Patient simulation centre opens at Clinical Academic Campus

Colin and Lois Pritchard help open the Pritchard Simulation Centre at the Clinical Academic Campus.

Medical students and health professionals get realistic, hands-on training

A new state-of-the-art patient simulation centre opens today at the Clinical Academic Campus of UBC’s Southern Medical Program at Kelowna General Hospital. The facility is supported by a $500,000 donation from The Colin & Lois Pritchard Foundation.

The Pritchard Simulation Centre – a joint venture between the UBC Faculty of Medicine and Interior Health – will replicate a variety of high-risk / low-probability medical scenarios to provide hands-on training experience.

The centre will be used extensively for medicine and nursing education and continuing professional development particularly for cardiac and critical-care personnel.

“Patient simulation is highly advantageous to medical education and health professional training,” says Dr. Allan Jones, regional associate dean, Interior. “It helps promote patient safety, benefits clinical skills teaching, and provides opportunities for inter-professional team training. This centre will be an invaluable resource for both Southern Medical Program students and countless health professionals in our region.”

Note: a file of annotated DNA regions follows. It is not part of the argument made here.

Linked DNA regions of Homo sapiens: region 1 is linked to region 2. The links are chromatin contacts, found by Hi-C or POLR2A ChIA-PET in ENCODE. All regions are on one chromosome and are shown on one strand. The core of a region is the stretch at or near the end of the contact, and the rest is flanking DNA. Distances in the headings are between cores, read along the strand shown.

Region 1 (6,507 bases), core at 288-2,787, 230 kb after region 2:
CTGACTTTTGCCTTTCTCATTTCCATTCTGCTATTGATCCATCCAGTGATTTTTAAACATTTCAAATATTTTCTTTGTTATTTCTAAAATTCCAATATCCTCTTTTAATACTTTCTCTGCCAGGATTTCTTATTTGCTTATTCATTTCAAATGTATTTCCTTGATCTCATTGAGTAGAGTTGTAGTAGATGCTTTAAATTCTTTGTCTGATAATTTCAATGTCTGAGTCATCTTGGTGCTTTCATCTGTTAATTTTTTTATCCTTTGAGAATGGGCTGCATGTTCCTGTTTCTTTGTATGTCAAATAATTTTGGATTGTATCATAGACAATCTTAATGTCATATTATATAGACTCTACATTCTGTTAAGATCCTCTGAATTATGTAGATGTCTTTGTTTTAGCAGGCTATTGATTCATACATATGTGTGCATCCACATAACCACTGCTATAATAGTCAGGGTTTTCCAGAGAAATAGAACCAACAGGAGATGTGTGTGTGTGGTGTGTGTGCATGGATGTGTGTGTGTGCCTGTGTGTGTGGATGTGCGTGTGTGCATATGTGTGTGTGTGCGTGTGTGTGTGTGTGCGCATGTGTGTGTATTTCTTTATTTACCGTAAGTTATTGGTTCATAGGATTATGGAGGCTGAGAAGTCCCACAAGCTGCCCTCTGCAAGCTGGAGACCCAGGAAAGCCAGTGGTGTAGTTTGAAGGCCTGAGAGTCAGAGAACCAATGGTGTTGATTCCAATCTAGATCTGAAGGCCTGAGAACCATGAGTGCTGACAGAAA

“The generosity of the Colin and Lois Pritchard Foundation as well as the anonymous donor will benefit the health professionals – including Southern Medical program students – being trained here in Kelowna,” said Kelowna-Mission MLA Steve Thomson.

“The contribution announced today builds on the dollars being invested in health care in the region.”

The centre’s two primary features are SimMan 3G and Harvey. SimMan is a portable, high-fidelity patient simulator that mimics the physiological reactions of a live human being. For example, SimMan bleeds, sweats, blinks, breathes, and talks as a real person does. It is designed to respond to numerous medical procedures including cardio-pulmonary resuscitation (CPR), intubation, resuscitation and defibrillation.

Harvey is a stationary patient simulator that replicates cardio and pulmonary sounds, allowing students and health-care professionals to identify and discuss the sound or medical condition.

The Pritchard family has also created an endowment fund to support student awards in the Southern Medical Program. Their gift of $50,000 has been matched by an anonymous donor. The fund will provide bursaries to medical students in the Southern Medical Program.

“Our family values health care and education,” says Colin Pritchard. Our hope is that this centre will advance training for both medical students and health professionals in our region, and contribute to the quality of health care in the Southern Interior.”

Norman Embree, board chair of Interior Health, says the health authority places a high value on its partnership with UBC.

“The simulation centre provides more training opportunities for our physicians, nurses and other health-care professionals,” says Embree. “For example, the simulators will be used for training in cardiac-arrest management and diagnosing heart conditions and diseases.”

Good medicine involves good team work, says Jones. The Pritchard Simulation Centre will also be valuable for team training particularly in emergency and trauma scenarios where the need to work well together under intense conditions is paramount to good patient outcomes.